There was a tipping point with my anxiety, where I knew my thoughts and actions were blurring into a life-debilitating mushy mess. A woman on my course had accidentally overdosed on medication in my halls, and I had found her from getting a message from my friend who did not live there and was concerned for her. I put her in the recovery position best I could, rang the ambulance from reception and they were asking me if I was ok. If I hadn’t rang the ambulance when I did, she would have died. I remember running back to my room after the incident was over and passing out in my room from having a severe panic attack. I wasn’t coping, I was struggling. Hard.
Eventually I received help with support from my lecturer (Go, Carole!) where I had counselling at the University Wellbeing Centre. Here, I learned of mindfulness based therapy; and it pretty much changed my life.
Through my degree, I knew I wanted to support others; but I was seeing a lot of folk stuck in the system, or not receiving the support they needed. I for one, went to the GP who initially suggested medication as an option. People like my twin sister, who left college at 18 was awaiting therapy (fast forward to now, 3 years later-she’s still waiting…) and it angered me. Why would I want to be working for a system (a beautiful one that does so so much, mind you) but not access young people quick enough? We need more intervention!
I started my blog kimmykeepreal at University, a journey of mental health support and my own personal issues. Humbly, it received recognition from Rethink Mental Illness where I wrote them an article on how University helped my mental health. I then transported myself to London and took part in a BBC Radio 4 programme discussing young people’s mental health. Maybe I was onto something…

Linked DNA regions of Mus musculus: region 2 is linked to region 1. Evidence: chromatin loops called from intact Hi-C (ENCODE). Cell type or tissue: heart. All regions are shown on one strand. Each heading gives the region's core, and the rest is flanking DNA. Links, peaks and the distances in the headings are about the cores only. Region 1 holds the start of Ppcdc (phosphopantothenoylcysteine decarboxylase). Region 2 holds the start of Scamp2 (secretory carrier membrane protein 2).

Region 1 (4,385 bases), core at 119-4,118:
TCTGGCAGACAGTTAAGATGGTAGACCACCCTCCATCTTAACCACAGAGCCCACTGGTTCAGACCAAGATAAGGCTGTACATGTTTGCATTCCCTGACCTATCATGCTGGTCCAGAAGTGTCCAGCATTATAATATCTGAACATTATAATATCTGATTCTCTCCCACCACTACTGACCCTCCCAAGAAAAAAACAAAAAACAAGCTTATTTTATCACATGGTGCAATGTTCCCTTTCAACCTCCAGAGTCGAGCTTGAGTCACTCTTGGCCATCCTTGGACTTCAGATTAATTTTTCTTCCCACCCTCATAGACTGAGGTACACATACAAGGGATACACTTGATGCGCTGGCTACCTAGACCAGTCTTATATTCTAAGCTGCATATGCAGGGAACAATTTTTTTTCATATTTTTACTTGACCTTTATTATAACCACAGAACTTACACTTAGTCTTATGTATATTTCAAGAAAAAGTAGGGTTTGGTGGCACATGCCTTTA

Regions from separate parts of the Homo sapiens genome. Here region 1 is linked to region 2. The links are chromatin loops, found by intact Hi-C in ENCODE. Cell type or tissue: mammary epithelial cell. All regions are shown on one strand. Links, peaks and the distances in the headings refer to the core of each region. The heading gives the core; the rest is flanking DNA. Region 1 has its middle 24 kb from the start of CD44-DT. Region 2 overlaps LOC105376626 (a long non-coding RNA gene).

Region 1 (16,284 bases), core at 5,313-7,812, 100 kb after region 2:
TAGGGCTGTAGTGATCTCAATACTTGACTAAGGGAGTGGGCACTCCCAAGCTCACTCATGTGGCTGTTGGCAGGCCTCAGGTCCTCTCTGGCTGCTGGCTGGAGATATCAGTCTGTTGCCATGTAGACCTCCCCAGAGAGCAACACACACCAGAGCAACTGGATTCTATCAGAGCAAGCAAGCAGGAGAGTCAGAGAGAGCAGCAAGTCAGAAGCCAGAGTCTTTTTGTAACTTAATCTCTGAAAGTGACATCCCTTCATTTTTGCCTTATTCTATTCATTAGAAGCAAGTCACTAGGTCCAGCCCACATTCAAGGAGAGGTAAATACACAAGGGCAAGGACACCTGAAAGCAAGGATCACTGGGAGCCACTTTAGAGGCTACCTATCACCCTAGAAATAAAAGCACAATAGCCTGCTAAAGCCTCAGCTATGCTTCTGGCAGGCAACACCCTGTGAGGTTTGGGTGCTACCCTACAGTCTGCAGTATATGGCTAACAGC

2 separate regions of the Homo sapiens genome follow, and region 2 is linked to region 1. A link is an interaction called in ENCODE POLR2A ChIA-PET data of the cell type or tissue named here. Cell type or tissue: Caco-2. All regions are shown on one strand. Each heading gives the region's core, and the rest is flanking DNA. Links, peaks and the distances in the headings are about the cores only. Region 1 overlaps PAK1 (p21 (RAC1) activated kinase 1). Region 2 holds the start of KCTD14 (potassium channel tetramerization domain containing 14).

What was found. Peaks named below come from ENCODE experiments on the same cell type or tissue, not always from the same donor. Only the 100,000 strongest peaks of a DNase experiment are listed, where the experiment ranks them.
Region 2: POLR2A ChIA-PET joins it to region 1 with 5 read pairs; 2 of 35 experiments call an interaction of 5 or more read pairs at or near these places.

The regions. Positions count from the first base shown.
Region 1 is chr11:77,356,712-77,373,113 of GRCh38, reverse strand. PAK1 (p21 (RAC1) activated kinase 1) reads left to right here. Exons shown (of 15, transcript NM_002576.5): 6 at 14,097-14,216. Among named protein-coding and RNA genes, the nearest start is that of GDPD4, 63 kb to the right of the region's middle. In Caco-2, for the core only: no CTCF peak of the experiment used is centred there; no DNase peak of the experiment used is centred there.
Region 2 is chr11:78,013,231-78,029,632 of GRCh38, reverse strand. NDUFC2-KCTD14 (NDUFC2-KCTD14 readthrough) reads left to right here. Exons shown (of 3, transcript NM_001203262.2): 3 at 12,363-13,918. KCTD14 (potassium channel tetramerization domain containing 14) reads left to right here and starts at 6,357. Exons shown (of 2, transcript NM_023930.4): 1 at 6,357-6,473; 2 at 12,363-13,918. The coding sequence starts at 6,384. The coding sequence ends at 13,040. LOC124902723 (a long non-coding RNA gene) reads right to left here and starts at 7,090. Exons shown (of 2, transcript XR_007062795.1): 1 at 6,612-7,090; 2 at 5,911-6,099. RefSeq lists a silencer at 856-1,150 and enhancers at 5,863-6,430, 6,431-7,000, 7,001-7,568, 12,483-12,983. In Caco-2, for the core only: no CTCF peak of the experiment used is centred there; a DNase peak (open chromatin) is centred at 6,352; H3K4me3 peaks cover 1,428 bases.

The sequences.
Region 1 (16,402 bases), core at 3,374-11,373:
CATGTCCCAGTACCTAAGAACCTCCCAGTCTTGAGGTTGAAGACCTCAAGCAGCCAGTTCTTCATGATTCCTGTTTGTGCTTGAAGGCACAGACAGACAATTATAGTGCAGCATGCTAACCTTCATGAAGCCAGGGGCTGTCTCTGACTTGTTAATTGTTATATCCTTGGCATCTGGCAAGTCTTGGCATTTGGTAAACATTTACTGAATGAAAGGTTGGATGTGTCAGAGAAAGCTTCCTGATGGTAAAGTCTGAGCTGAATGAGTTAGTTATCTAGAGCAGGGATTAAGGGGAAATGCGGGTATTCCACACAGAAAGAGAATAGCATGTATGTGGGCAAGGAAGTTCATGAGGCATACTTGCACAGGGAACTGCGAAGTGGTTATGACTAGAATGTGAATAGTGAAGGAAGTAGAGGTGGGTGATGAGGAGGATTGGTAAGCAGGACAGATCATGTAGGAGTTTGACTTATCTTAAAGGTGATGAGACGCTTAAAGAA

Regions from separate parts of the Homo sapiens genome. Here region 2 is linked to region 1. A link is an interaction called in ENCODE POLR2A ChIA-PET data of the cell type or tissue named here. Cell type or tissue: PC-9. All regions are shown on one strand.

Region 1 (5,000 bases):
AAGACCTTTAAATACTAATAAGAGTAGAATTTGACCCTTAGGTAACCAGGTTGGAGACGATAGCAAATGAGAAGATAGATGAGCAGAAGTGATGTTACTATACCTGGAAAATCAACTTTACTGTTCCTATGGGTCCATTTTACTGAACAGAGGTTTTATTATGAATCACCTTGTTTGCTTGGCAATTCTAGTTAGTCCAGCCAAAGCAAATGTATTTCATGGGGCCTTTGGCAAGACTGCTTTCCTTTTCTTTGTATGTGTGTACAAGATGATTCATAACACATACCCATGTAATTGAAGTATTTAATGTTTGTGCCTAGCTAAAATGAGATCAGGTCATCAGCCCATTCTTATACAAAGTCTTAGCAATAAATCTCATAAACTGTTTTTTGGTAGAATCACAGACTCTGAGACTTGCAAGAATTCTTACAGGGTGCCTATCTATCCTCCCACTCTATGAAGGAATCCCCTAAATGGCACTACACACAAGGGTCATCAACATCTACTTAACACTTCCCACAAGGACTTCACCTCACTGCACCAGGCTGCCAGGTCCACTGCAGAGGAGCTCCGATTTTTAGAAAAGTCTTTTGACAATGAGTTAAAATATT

So, Violå- Keep Real was born.
At first, I wanted to use Art as a way of supporting other mental health organisations. I was scribbling away in lectures, doing Art Exhibitions and figuring out what I wanted to do with my work. I didn’t have photoshop or illustrator back then, so I used Microsoft’s fabulous Paint to edit out rubber marks on my work to send to the printers. However, I kept looping round to the same thought “How can I support people with Art Therapy, if the access to services is restricting me from a lot of young people struggling?”
Fast forward to Keep Real’s first year in business, and we’re just at the peak of being a start-up. We make merch with profits funding our mission to support more young people through events, workshops and more. We’ve done a collaboration with Welsh not-for-profit, Heads Above The Waves supporting young people, held our first workshop this year in Sheffield and now hosting the Keep Real Show, Friday 27th July at Headrow House. Bringing together the community in a creative and open way – we’re exploring where the brand can go. Whether that’s supporting people through events such as the show surrounding the music scene, or through after school clubs with young people about to leave for secondary school, or approaching A-Levels – our mission is to create social change.
I am so humbled and happy to have created this business with a social purpose. We need more of that, and I will keep going; literally keeping it real for better mental health.